Foreclosures stay at low levels in Stanislaus, San Joaquin and Merced counties
04/23/2014 10:29 AM
04/23/2014 4:47 PM
Home foreclosures remain at low levels throughout the Northern San Joaquin Valley, newly released statistics show.
In Stanislaus County, 192 properties were lost to foreclosure in January, February and March, according to public records gathered by DataQuick.
Compare that with the fall of 2008, when banks repossessed more than 2,800 Stanislaus homes. That was the worst point of the region’s six-year foreclosure crisis.
From 2007 through 2013, more than 29,000 of the county’s homes went into mortgage default and were taken back by lenders.
While statistically the foreclosure mess is over, some homeowners continue to struggle to make mortgage payments.
During the first three months of this year, 343 Stanislaus property owners received “notices of default,” which is the first step in the foreclosure process.
Compare that with the more than 3,500 notices filed during the darkest three-month period of the foreclosure crisis.
While more default notices were delivered in Stanislaus this year than last, DataQuick analyst Andrew LePage said that was caused by an anomaly.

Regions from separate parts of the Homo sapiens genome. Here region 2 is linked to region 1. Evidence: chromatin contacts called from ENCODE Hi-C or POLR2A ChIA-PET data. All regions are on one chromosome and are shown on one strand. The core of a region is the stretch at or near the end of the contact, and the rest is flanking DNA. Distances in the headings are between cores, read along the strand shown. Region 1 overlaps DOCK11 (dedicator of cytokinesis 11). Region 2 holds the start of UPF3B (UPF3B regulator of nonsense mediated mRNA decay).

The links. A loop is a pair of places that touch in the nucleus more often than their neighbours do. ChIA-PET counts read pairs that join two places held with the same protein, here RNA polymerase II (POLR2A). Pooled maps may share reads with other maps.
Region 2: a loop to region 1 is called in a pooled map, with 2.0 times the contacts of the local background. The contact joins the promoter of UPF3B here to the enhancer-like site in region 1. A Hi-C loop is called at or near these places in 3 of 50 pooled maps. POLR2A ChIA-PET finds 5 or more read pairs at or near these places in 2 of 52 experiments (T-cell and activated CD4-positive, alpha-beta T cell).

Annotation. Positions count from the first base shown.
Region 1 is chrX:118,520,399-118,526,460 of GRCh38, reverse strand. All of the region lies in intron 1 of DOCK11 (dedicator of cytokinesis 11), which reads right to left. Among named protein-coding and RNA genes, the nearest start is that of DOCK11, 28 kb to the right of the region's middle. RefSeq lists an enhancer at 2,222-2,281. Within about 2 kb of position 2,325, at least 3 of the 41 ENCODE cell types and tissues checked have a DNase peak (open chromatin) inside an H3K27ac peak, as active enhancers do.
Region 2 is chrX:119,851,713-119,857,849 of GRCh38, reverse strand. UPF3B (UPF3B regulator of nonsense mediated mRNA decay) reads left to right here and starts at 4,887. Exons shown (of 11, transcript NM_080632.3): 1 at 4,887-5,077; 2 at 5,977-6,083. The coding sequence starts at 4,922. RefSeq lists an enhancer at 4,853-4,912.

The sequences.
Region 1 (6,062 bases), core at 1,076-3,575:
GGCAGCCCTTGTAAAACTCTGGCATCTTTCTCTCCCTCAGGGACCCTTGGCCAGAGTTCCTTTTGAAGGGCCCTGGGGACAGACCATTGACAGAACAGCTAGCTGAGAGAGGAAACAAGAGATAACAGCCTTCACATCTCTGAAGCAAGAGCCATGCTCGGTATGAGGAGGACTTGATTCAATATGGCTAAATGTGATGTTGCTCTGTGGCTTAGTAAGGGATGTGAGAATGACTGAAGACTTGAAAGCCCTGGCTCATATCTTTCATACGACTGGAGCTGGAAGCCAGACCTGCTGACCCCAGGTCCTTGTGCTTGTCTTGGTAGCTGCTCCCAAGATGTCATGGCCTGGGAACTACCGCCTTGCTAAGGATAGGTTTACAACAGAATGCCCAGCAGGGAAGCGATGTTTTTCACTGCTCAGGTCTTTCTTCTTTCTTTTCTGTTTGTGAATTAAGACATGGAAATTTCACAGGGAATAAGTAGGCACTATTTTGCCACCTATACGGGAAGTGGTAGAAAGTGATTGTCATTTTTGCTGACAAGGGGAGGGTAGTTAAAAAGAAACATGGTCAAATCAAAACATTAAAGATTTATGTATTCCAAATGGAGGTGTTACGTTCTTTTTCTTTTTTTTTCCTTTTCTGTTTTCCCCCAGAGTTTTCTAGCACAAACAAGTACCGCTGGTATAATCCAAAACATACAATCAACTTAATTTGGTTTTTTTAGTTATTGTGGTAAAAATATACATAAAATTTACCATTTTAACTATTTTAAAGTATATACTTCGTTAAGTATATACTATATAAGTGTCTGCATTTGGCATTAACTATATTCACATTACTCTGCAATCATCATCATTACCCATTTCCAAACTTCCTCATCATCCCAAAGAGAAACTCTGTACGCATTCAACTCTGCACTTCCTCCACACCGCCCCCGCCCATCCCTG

“California’s Homeowner’s Bill of Rights kicked in in January 2013, and that dragged down (default filings) for the whole state,” he explained. Because many lenders delayed starting new foreclosures while they adjusted to that law, LePage said, comparing this year’s statistics with last year’s is misleading. “Stanislaus remains at nearly an eight-year low for defaults.”
Meanwhile, in Merced County, 61 homes were lost to foreclosure during January, February and March, which was 64 percent fewer than during the same months last year. In San Joaquin County, 270 homes were foreclosed, a more than 38 percent drop.
Like Stanislaus, both Merced and San Joaquin had slight increases in the number of default notices filed.
Editor's Choice Videos
Join the Discussion
The Modesto Bee is pleased to provide this opportunity to share information, experiences and observations about what's in the news. Some of the comments may be reprinted elsewhere on the site or in the newspaper. We encourage lively, open debate on the issues of the day, and ask that you refrain from profanity, hate speech, personal comments and remarks that are off point. Thank you for taking the time to offer your thoughts.